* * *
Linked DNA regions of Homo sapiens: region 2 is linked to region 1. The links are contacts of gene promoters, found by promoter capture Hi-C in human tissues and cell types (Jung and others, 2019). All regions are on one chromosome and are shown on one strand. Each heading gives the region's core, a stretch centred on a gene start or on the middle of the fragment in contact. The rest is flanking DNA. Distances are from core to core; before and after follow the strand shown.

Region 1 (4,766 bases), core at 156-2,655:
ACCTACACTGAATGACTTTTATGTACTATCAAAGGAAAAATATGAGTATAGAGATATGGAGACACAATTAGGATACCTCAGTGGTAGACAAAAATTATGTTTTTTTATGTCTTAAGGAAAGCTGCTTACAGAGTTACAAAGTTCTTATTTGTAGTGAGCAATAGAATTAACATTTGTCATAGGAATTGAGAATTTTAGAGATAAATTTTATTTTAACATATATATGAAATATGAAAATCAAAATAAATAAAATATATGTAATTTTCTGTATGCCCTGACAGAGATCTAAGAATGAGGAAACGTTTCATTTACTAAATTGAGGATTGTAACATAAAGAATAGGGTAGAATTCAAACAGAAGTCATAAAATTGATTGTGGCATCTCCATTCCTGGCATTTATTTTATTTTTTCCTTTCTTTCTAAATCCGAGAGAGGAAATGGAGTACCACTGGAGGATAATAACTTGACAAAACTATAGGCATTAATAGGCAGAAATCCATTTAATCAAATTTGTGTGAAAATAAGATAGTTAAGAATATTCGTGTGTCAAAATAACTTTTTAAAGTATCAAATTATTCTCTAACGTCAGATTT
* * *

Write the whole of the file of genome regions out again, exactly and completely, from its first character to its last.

Linked DNA regions of Homo sapiens: region 2 is linked to region 1. The links are contacts of gene promoters, found by promoter capture Hi-C in human tissues and cell types (Jung and others, 2019). All regions are on one chromosome and are shown on one strand. Each heading gives the region's core, a stretch centred on a gene start or on the middle of the fragment in contact. The rest is flanking DNA. Distances are from core to core; before and after follow the strand shown.

Region 1 (4,766 bases), core at 156-2,655:
ACCTACACTGAATGACTTTTATGTACTATCAAAGGAAAAATATGAGTATAGAGATATGGAGACACAATTAGGATACCTCAGTGGTAGACAAAAATTATGTTTTTTTATGTCTTAAGGAAAGCTGCTTACAGAGTTACAAAGTTCTTATTTGTAGTGAGCAATAGAATTAACATTTGTCATAGGAATTGAGAATTTTAGAGATAAATTTTATTTTAACATATATATGAAATATGAAAATCAAAATAAATAAAATATATGTAATTTTCTGTATGCCCTGACAGAGATCTAAGAATGAGGAAACGTTTCATTTACTAAATTGAGGATTGTAACATAAAGAATAGGGTAGAATTCAAACAGAAGTCATAAAATTGATTGTGGCATCTCCATTCCTGGCATTTATTTTATTTTTTCCTTTCTTTCTAAATCCGAGAGAGGAAATGGAGTACCACTGGAGGATAATAACTTGACAAAACTATAGGCATTAATAGGCAGAAATCCATTTAATCAAATTTGTGTGAAAATAAGATAGTTAAGAATATTCGTGTGTCAAAATAACTTTTTAAAGTATCAAATTATTCTCTAACGTCAGATTT